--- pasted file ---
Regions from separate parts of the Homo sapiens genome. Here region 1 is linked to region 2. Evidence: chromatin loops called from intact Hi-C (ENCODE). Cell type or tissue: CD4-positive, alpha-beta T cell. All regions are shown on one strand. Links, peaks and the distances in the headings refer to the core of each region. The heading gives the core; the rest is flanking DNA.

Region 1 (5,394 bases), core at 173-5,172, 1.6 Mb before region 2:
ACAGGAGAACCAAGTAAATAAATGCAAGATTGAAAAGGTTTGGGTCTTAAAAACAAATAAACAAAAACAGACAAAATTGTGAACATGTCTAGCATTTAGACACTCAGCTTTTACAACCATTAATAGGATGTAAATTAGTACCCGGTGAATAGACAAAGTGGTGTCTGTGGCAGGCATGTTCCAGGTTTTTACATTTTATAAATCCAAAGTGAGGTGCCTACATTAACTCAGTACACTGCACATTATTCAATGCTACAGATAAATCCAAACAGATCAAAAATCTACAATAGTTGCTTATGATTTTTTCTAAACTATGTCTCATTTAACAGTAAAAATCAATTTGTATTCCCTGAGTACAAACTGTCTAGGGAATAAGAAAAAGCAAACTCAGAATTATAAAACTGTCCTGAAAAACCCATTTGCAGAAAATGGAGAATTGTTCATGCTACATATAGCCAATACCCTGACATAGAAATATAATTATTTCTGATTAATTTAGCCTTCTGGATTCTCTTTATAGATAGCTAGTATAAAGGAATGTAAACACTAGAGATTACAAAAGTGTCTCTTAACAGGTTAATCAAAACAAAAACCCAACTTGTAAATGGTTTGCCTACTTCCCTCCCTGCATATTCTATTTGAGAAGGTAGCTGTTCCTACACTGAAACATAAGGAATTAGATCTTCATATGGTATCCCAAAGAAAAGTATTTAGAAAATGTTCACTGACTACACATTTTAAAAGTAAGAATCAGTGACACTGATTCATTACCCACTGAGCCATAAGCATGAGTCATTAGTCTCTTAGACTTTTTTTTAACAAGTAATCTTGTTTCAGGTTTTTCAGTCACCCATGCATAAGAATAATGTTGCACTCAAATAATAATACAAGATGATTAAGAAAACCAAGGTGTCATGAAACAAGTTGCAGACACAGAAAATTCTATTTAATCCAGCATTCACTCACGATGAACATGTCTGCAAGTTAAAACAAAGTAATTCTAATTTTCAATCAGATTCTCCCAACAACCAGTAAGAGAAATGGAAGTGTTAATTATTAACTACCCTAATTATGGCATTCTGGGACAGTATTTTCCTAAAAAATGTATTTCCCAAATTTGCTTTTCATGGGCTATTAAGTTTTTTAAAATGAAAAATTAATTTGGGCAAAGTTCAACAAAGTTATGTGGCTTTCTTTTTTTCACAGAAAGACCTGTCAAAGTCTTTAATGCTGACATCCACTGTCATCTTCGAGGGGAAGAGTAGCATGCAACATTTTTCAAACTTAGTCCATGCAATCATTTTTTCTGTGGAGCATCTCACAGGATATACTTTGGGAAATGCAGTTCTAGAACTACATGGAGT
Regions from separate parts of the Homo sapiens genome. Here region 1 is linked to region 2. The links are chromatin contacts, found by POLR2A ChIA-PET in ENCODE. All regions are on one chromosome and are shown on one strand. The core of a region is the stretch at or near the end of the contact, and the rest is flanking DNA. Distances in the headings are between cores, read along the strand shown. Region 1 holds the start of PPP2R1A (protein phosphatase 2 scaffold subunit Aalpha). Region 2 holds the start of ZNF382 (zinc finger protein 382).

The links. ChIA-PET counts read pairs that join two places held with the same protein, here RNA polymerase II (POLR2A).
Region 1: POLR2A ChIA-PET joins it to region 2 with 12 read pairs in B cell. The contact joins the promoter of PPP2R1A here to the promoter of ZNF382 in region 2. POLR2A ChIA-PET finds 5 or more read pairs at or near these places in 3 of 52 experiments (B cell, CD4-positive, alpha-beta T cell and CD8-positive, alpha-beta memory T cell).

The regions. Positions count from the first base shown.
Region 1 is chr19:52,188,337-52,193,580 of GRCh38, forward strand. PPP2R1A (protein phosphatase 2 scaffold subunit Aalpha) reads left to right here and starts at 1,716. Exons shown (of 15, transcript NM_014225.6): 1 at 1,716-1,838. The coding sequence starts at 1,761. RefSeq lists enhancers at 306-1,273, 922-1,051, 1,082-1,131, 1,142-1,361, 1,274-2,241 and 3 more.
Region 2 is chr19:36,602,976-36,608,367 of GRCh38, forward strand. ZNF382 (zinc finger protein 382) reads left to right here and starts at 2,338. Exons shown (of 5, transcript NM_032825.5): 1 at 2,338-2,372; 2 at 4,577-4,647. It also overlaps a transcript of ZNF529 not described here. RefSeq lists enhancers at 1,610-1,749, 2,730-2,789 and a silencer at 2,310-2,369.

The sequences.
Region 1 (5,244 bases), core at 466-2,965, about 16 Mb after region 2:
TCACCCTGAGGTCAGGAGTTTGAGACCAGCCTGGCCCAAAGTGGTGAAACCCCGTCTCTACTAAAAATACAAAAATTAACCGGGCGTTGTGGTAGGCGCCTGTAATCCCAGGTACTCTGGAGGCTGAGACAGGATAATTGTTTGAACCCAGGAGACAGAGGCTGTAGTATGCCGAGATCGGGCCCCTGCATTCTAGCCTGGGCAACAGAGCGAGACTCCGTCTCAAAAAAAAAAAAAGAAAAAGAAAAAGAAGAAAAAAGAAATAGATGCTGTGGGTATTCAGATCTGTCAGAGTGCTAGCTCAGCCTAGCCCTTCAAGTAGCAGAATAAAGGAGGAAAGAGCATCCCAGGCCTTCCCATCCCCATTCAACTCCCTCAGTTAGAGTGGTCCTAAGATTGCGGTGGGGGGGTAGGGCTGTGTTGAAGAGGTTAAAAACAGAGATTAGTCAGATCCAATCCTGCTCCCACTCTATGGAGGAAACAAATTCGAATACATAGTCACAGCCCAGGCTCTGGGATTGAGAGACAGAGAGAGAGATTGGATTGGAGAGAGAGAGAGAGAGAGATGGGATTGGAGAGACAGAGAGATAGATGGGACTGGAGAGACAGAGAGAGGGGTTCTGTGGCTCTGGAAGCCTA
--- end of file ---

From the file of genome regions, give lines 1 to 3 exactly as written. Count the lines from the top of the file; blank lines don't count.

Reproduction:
Regions from separate parts of the Homo sapiens genome. Here region 1 is linked to region 2. Evidence: chromatin loops called from intact Hi-C (ENCODE). Cell type or tissue: CD4-positive, alpha-beta T cell. All regions are shown on one strand. Links, peaks and the distances in the headings refer to the core of each region. The heading gives the core; the rest is flanking DNA.

Region 1 (5,394 bases), core at 173-5,172, 1.6 Mb before region 2:
ACAGGAGAACCAAGTAAATAAATGCAAGATTGAAAAGGTTTGGGTCTTAAAAACAAATAAACAAAAACAGACAAAATTGTGAACATGTCTAGCATTTAGACACTCAGCTTTTACAACCATTAATAGGATGTAAATTAGTACCCGGTGAATAGACAAAGTGGTGTCTGTGGCAGGCATGTTCCAGGTTTTTACATTTTATAAATCCAAAGTGAGGTGCCTACATTAACTCAGTACACTGCACATTATTCAATGCTACAGATAAATCCAAACAGATCAAAAATCTACAATAGTTGCTTATGATTTTTTCTAAACTATGTCTCATTTAACAGTAAAAATCAATTTGTATTCCCTGAGTACAAACTGTCTAGGGAATAAGAAAAAGCAAACTCAGAATTATAAAACTGTCCTGAAAAACCCATTTGCAGAAAATGGAGAATTGTTCATGCTACATATAGCCAATACCCTGACATAGAAATATAATTATTTCTGATTAATTTAGCCTTCTGGATTCTCTTTATAGATAGCTAGTATAAAGGAATGTAAACACTAGAGATTACAAAAGTGTCTCTTAACAGGTTAATCAAAACAAAAACCCAACTTGTAAATGGTTTGCCTACTTCCCTCCCTGCATATTCTATTTGAGAAGGTAGCTGTTCCTACACTGAAACATAAGGAATTAGATCTTCATATGGTATCCCAAAGAAAAGTATTTAGAAAATGTTCACTGACTACACATTTTAAAAGTAAGAATCAGTGACACTGATTCATTACCCACTGAGCCATAAGCATGAGTCATTAGTCTCTTAGACTTTTTTTTAACAAGTAATCTTGTTTCAGGTTTTTCAGTCACCCATGCATAAGAATAATGTTGCACTCAAATAATAATACAAGATGATTAAGAAAACCAAGGTGTCATGAAACAAGTTGCAGACACAGAAAATTCTATTTAATCCAGCATTCACTCACGATGAACATGTCTGCAAGTTAAAACAAAGTAATTCTAATTTTCAATCAGATTCTCCCAACAACCAGTAAGAGAAATGGAAGTGTTAATTATTAACTACCCTAATTATGGCATTCTGGGACAGTATTTTCCTAAAAAATGTATTTCCCAAATTTGCTTTTCATGGGCTATTAAGTTTTTTAAAATGAAAAATTAATTTGGGCAAAGTTCAACAAAGTTATGTGGCTTTCTTTTTTTCACAGAAAGACCTGTCAAAGTCTTTAATGCTGACATCCACTGTCATCTTCGAGGGGAAGAGTAGCATGCAACATTTTTCAAACTTAGTCCATGCAATCATTTTTTCTGTGGAGCATCTCACAGGATATACTTTGGGAAATGCAGTTCTAGAACTACATGGAGT